A snake-charmer stood playing a flute to a snake which coiled itself in a basket, its head raised in a graceful bend like the neck of a swan, while the music stole into its invisible ears like the gentle rippling of an invisible waterfall. The child went towards the snake-charmer. But, knowing his parents had forbidden him to hear such coarse music as the snake- charmer played, he proceeded farther.
There was a roundabout in full swing. Men, women and children, carried away in a whirling motion, shrieked and cried with dizzy laughter. The child watched them intently and then he made a bold request: 'I want to go on the roundabout, please, Father, Mother.'
There was no reply. He turned to look at his parents. They were not there, ahead of him. He turned to look on either side. They were not there. He looked behind. There was no sign of them. A full, deep cry rose within his dry throat and with a sudden jerk of his body he ran from where he stood, crying in real fear, 'Mother, Father." Tears rolled from his eyes.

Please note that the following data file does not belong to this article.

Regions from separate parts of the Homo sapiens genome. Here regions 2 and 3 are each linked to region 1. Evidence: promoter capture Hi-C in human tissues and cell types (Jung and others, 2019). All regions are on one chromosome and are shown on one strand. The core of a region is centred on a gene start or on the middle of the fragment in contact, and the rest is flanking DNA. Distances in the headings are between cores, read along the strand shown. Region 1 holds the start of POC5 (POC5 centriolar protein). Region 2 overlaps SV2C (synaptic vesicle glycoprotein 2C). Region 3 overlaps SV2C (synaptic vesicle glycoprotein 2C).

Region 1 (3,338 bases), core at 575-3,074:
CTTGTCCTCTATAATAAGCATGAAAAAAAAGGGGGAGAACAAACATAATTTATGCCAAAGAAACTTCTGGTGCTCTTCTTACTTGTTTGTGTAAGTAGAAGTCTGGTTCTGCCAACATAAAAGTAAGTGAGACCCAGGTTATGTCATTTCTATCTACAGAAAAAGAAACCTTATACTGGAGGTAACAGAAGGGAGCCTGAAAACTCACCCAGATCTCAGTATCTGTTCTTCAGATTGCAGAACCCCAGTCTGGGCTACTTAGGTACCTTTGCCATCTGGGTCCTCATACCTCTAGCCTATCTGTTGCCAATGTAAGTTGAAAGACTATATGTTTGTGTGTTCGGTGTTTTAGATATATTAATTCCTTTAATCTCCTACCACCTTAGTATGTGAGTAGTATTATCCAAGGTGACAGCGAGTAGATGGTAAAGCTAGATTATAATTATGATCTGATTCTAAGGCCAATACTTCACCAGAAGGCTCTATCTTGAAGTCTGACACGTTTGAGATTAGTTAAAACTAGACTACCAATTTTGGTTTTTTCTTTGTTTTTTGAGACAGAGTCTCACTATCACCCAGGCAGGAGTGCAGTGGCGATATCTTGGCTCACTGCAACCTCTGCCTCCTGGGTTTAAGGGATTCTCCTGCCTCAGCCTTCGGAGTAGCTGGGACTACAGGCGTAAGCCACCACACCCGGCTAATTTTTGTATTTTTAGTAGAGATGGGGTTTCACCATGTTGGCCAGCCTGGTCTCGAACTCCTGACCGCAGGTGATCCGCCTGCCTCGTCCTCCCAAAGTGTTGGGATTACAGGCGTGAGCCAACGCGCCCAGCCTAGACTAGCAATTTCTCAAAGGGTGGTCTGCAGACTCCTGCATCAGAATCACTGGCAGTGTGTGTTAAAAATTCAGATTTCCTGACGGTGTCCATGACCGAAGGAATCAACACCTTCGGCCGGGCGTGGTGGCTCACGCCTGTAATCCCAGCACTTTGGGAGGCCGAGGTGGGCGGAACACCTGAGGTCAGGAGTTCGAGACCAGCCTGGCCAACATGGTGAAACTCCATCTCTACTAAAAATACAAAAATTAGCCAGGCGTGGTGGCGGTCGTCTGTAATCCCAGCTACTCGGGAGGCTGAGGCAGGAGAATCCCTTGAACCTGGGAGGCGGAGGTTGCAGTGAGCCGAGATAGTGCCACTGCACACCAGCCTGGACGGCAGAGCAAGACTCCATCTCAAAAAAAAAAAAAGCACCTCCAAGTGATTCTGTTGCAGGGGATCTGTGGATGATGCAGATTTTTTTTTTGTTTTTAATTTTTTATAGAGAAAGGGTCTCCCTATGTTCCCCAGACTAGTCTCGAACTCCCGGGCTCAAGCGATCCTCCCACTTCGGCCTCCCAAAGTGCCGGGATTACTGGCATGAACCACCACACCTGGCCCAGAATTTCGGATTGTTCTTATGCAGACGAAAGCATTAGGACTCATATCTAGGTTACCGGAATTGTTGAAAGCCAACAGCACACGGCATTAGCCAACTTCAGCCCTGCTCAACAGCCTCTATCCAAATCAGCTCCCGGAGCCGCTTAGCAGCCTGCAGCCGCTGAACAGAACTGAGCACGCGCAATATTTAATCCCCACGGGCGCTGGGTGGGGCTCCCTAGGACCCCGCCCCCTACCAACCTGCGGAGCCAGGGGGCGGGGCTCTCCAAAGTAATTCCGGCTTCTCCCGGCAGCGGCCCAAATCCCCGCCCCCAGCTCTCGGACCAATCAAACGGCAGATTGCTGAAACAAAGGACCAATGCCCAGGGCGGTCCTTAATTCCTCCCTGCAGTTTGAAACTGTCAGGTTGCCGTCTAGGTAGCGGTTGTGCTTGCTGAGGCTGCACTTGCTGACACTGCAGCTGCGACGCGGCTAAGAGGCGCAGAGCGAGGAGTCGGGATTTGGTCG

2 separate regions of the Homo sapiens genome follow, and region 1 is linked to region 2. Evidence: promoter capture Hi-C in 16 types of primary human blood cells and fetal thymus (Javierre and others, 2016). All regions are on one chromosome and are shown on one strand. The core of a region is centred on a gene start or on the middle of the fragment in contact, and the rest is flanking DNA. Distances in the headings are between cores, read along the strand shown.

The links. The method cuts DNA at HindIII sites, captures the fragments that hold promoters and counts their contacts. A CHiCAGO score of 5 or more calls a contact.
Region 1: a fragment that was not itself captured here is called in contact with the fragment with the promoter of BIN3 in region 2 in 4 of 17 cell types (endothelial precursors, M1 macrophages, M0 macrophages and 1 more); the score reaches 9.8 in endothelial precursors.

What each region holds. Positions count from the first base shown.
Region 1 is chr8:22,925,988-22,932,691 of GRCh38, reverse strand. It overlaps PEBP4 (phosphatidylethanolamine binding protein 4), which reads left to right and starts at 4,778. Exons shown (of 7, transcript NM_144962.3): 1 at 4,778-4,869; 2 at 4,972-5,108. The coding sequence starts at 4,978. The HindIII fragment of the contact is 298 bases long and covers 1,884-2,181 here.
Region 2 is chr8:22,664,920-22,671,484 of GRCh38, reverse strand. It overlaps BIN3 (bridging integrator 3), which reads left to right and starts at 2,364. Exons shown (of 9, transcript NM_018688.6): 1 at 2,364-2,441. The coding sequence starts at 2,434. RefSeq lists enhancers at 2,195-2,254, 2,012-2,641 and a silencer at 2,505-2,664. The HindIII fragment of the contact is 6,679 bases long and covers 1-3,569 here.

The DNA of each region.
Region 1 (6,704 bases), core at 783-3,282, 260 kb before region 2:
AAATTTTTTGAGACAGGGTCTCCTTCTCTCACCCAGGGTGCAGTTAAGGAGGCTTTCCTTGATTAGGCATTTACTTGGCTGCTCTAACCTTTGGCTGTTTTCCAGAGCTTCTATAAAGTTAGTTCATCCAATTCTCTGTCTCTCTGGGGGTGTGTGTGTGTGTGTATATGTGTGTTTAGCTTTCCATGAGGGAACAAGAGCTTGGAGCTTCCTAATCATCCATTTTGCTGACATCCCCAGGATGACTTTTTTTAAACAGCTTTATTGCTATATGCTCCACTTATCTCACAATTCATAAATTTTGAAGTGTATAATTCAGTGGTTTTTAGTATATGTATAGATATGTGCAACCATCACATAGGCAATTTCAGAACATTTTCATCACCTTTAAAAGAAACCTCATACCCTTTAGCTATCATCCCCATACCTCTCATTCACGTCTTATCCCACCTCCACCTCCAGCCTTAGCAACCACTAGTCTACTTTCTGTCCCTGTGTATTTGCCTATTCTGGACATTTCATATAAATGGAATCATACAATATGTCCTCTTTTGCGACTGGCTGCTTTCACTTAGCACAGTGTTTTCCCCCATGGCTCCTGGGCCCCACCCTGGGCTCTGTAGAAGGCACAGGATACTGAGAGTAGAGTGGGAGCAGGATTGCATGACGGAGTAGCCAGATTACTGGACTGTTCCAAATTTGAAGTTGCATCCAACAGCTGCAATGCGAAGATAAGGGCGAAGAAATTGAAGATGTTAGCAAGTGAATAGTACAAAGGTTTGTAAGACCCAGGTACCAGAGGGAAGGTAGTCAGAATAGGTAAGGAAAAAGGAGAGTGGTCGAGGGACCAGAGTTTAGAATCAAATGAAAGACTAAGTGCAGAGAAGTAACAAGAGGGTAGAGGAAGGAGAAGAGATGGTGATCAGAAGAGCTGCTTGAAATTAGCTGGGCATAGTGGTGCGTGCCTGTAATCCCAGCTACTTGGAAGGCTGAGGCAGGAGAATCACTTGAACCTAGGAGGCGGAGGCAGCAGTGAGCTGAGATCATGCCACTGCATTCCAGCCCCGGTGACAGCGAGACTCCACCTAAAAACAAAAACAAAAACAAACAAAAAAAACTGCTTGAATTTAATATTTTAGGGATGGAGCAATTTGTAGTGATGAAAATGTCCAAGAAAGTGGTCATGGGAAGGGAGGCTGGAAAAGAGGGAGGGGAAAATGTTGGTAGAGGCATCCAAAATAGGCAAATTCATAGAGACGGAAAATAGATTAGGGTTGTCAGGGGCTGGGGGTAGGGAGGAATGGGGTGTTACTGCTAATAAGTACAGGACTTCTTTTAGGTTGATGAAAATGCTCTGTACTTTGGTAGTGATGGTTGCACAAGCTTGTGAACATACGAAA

I want my mother, I want my father!
His flushed face was convulsed with fear. Panic-stricken, he ran to one side first, then to the other, hither and thither in all directions, knowing not where to go. 'Mother, Father,' he wailed. His yellow turban came untied and his clothes became muddy, Having run to and fro in a rage of running for a while, he stood defeated, his cries suppressed into sobs.
At little distances on the green grass he could see, through his filmy eyes, men and women talking. He tried to look intently among the patches of bright yellow clothes, but there was no sign of his father and mother among these people, who seemed to laugh and talk. He ran to a shrine to which people seemed to be crowding. Every little inch of space here was congested with men, but he ran through people's legs, his little sob lingering: 'Mother, Father!'
A man in the surging crowd heard his cry and, stooping with great difficulty, lifted him up in his arms. 'How did you get here, child? Whose baby are you?' the man asked as he steered clear of the mass. The child wept more bitterly than ever now and only cried, 'I want my mother, I want my father!' The man tried to soothe him by taking him to different places.